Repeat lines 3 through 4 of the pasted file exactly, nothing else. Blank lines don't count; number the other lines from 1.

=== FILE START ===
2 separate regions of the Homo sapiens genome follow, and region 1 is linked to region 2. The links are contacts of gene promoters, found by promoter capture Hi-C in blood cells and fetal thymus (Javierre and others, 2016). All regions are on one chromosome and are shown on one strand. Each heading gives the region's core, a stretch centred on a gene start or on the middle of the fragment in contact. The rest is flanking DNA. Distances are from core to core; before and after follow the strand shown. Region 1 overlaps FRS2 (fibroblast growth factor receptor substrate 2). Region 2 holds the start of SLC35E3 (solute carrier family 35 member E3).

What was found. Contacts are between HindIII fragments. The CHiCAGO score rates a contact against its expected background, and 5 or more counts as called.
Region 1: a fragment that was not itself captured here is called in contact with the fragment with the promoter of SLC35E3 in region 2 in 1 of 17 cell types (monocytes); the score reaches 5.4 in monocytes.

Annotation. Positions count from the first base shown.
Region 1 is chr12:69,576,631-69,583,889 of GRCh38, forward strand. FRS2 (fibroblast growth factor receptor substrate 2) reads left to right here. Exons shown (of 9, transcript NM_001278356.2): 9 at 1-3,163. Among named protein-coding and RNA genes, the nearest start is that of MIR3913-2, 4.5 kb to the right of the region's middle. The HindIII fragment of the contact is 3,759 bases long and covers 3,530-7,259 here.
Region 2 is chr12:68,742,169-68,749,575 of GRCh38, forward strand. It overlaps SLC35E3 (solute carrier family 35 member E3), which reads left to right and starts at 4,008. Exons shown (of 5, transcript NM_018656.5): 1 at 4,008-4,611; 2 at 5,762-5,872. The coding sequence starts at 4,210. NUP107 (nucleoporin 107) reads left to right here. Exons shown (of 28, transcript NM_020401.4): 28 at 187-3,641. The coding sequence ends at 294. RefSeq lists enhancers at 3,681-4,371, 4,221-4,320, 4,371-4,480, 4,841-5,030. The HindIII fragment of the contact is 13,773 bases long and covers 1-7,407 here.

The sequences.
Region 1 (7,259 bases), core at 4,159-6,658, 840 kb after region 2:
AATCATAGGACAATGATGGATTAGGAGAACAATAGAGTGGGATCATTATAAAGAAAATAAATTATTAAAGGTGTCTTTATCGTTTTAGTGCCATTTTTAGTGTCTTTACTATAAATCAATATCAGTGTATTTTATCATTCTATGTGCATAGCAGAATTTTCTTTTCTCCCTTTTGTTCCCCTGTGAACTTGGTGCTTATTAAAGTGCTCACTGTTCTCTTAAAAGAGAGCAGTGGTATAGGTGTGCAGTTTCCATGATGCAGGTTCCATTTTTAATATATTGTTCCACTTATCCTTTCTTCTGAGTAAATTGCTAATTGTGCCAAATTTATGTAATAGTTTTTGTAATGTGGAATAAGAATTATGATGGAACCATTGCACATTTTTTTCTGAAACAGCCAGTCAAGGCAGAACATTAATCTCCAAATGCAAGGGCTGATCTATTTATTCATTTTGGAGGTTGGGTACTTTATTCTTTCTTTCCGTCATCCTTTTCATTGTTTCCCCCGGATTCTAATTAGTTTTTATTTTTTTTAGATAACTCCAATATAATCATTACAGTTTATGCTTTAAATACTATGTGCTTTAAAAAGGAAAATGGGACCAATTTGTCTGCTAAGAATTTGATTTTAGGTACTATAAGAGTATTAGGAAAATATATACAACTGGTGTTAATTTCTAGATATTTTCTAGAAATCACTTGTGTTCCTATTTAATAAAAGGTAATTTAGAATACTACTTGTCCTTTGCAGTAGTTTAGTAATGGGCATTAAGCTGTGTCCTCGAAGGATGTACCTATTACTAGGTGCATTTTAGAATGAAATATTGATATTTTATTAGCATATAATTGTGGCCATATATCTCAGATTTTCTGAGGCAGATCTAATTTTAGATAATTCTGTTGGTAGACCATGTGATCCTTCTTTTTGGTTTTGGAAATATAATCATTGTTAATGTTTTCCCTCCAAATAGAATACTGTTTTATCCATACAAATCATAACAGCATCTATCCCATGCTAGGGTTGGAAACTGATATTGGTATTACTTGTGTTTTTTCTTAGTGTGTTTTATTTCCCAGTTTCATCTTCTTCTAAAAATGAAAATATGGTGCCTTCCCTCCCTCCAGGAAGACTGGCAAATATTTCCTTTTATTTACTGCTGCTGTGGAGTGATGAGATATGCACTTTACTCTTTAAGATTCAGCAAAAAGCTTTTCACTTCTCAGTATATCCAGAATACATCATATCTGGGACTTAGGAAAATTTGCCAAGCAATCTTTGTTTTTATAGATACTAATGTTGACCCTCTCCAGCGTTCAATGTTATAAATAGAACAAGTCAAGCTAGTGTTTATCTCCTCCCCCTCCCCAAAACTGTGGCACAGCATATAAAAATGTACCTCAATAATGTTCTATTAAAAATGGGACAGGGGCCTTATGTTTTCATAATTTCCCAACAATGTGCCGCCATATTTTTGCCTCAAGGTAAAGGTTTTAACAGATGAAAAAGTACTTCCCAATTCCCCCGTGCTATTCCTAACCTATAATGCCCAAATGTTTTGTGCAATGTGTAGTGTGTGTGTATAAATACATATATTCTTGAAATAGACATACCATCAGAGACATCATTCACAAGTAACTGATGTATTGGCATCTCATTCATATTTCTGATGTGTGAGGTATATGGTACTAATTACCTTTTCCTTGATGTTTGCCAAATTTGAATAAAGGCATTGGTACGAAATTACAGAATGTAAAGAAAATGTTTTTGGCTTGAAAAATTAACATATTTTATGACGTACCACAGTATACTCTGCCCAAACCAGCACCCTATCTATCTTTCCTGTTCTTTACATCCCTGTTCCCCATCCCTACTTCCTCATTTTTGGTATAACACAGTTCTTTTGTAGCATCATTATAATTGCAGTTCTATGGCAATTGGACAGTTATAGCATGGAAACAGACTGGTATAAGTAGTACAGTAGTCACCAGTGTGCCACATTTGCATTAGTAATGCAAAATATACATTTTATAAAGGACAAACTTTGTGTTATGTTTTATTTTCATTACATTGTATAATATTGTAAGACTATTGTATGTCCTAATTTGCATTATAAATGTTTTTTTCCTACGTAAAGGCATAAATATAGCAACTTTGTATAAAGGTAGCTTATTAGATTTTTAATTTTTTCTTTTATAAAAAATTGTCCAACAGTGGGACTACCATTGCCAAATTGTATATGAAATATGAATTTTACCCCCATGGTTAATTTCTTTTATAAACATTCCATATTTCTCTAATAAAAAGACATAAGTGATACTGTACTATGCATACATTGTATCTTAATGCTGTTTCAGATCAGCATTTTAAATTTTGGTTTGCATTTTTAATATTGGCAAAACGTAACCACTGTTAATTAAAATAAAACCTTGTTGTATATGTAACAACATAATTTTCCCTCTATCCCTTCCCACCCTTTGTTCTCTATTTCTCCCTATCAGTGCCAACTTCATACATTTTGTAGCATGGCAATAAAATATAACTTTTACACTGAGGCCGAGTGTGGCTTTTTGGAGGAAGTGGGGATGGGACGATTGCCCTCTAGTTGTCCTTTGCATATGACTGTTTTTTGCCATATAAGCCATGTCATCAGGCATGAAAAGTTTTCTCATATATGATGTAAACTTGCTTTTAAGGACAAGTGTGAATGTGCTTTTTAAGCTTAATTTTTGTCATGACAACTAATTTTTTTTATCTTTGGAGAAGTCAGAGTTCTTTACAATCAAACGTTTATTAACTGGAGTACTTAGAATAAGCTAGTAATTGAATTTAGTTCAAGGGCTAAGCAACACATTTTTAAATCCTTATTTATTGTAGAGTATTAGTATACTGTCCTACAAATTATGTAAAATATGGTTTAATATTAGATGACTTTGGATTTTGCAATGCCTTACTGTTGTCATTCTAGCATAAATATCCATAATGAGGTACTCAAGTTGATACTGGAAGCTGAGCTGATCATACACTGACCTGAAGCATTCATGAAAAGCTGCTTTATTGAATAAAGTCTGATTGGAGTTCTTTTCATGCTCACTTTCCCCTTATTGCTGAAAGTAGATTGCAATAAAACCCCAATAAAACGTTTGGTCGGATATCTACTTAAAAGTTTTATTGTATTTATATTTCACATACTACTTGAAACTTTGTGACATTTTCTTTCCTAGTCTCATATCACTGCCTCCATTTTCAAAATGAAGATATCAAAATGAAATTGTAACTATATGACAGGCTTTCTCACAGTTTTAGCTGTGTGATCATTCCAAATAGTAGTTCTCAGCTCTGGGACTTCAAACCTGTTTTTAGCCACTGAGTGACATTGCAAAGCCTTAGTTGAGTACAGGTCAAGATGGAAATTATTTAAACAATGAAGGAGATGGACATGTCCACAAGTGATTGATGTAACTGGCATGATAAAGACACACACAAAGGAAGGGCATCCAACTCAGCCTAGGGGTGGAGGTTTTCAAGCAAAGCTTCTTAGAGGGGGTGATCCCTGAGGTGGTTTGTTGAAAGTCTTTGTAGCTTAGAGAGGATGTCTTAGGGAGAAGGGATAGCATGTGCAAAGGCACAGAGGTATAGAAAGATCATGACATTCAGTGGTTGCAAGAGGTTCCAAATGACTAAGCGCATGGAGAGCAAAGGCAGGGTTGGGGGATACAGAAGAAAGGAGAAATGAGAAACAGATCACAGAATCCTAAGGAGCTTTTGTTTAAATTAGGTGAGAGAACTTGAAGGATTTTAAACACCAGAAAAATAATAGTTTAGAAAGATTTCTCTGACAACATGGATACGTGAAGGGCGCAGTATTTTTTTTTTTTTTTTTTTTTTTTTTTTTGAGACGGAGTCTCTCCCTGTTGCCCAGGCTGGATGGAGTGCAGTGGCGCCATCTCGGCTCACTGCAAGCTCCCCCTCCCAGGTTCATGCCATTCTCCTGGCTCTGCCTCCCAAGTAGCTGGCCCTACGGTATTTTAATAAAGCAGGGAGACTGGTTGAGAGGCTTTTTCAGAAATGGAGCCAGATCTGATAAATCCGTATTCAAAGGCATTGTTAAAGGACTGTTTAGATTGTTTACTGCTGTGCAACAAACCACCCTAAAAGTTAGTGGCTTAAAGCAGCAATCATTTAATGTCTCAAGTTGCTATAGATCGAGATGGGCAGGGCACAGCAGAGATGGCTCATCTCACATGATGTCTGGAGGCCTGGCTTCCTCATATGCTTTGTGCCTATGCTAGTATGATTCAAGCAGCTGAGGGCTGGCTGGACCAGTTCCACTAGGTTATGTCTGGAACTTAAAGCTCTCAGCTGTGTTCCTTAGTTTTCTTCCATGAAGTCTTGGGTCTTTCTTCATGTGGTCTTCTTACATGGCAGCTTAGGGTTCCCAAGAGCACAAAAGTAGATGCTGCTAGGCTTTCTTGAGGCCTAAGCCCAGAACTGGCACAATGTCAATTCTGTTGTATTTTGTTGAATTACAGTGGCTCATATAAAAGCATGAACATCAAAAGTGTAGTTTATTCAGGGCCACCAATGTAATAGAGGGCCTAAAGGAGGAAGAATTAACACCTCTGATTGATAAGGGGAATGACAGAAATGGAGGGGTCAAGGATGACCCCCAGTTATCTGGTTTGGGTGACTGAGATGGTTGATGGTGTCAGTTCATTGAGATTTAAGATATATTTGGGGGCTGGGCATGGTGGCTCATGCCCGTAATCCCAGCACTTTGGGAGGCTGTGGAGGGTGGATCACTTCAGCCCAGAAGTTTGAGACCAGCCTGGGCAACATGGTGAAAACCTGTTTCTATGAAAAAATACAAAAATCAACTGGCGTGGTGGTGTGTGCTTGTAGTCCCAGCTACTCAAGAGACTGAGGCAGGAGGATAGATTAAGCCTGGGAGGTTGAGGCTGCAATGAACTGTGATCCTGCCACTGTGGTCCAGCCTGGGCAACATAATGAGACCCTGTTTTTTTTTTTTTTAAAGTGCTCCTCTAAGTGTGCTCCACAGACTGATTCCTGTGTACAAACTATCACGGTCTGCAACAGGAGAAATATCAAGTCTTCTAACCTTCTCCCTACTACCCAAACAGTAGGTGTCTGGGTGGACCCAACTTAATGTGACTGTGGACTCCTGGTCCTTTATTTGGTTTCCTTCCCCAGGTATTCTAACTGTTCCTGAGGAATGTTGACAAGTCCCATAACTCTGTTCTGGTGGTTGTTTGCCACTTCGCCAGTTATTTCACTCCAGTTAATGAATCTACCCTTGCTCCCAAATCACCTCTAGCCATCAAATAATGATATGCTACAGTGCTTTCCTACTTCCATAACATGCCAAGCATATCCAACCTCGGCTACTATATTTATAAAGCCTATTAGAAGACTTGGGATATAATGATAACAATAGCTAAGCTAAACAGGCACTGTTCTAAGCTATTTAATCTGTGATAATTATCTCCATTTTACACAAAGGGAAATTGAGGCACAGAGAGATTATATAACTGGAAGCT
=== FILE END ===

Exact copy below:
Region 1: a fragment that was not itself captured here is called in contact with the fragment with the promoter of SLC35E3 in region 2 in 1 of 17 cell types (monocytes); the score reaches 5.4 in monocytes.

Annotation. Positions count from the first base shown.